• rights to withhold further supplies where you have reasonable grounds to believe the customer is a credit risk (this could be from downgraded credit search results);
  • rights to withhold further supplies where payment is late;
  • rights to amend your payment terms where any of the above occur.

Set off

In some instances, you may be both supplying to and purchasing from a contracting party. In those instances, it is important to have a right to set off sums owed to that party against sums due to you.

You should also be entitled to set off the provisions of one contract against another with the same contracting party. For example on contact A, money is owed; on contract B with the same party, money has been paid in advance, but contract B has not yet been delivered on. If the other party has difficulties, you need to be able to retain the monies received and use them for the contract which remains unpaid. Unless you have a specific contractual right to do so, then this would be challengeable by the contracting party and an insolvency practitioner.

Asset finance – factoring and invoice discounting

It is beyond the scope of this article to go into any great detail on the forms of invoice discounting and factoring but briefly speaking, they are often used to assist a company with cashflow. For a percentage of the monies due, the invoice discounter or factoring agent will pay monies to the company early in return for a percentage of the debt. If you choose factoring, this is an assignment of all monies present and future owing. This means the factoring agent owns the debt and pursues the debtor. Invoice discounting allows the company to retain the debt (and the management of getting it paid) but the invoice discounter will pay money early and take a percentage of the debt.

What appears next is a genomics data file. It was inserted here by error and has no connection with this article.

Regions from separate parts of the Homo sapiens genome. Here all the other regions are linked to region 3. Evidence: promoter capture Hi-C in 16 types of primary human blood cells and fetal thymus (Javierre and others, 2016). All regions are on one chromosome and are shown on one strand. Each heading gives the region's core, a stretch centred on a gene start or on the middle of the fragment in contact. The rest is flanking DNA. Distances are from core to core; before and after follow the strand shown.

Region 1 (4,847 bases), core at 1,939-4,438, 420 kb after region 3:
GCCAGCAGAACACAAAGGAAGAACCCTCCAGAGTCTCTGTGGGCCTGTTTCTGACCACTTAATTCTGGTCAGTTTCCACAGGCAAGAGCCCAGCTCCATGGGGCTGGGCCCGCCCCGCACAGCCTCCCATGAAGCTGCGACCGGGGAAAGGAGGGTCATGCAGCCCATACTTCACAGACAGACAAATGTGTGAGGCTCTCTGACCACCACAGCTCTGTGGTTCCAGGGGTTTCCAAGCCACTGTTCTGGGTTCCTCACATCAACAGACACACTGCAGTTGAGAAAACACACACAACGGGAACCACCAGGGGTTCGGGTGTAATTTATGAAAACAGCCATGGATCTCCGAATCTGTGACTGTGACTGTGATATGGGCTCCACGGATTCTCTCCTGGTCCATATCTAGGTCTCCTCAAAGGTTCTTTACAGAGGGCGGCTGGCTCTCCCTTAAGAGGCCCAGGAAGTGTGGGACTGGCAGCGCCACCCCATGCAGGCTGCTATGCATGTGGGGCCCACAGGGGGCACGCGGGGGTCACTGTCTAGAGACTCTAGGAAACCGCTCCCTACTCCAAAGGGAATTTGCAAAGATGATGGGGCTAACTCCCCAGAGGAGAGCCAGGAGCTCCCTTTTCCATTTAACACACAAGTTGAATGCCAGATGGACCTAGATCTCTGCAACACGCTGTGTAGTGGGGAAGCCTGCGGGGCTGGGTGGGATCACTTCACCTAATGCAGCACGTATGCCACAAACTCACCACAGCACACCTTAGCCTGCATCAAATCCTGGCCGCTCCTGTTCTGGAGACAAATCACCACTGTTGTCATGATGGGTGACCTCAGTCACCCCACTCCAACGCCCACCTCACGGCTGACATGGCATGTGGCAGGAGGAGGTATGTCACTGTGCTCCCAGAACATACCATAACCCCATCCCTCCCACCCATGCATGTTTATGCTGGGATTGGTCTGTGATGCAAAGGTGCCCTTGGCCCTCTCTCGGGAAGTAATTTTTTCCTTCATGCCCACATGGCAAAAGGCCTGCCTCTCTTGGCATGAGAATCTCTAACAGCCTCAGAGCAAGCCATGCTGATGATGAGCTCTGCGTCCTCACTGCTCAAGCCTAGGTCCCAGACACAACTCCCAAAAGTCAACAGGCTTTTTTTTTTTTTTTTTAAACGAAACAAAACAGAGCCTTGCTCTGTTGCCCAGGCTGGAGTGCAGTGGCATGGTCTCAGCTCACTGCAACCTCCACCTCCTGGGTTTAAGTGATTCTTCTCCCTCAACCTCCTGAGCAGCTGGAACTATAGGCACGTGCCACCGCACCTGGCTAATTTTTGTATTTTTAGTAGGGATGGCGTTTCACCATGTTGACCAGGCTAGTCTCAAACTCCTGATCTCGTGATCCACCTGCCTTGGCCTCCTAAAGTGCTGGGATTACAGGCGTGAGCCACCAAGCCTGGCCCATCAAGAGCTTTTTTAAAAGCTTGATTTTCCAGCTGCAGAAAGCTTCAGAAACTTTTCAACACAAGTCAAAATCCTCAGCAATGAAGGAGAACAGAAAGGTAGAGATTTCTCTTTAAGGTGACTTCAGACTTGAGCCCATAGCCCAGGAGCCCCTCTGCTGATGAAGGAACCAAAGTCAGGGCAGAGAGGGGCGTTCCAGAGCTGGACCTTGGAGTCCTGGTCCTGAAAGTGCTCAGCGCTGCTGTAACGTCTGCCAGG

Some contracts seek to prevent a party from assigning “receivables” (monies due) by containing non-assignment provisions such as “will not assign in whole or in part”. There is also a less obvious issue in confidentiality clauses which may, as a result of their terms, have the effect of preventing a party from discussing with a factoring agent or invoice discounter the values of receivables due.

Fortunately, since November 2018, the Business Contract Terms (Assignment of Receivables) Regulations 2018, contractual provisions (subject to certain exclusions) which either prohibit or seek to impose a condition preventing assignment of receivables or which have the effect of doing so, will have no effect as against dealing with debt and receivables. They apply to contracts entered into on or after 31 December 2018 which are in England and Wales or Northern Ireland.

Note the aim of the regulations is to allow business to function financially. They do not override a confidentiality clause or non assignment clause in their entirety, they merely prevent them applying to dealing with debt. You should also be aware that the company may already have charged with its bank monies present and future owing.

The above commentary is not exhaustive and is not intended or should be perceived as advice. Should you have any queries or concerns, you should take legal advice.    Information is correct at 30th April 2019.

Contact

Chris McDonough

Partner and Head of Commercial

Chris.mcdonough@bermans.co.uk

0151 224 0551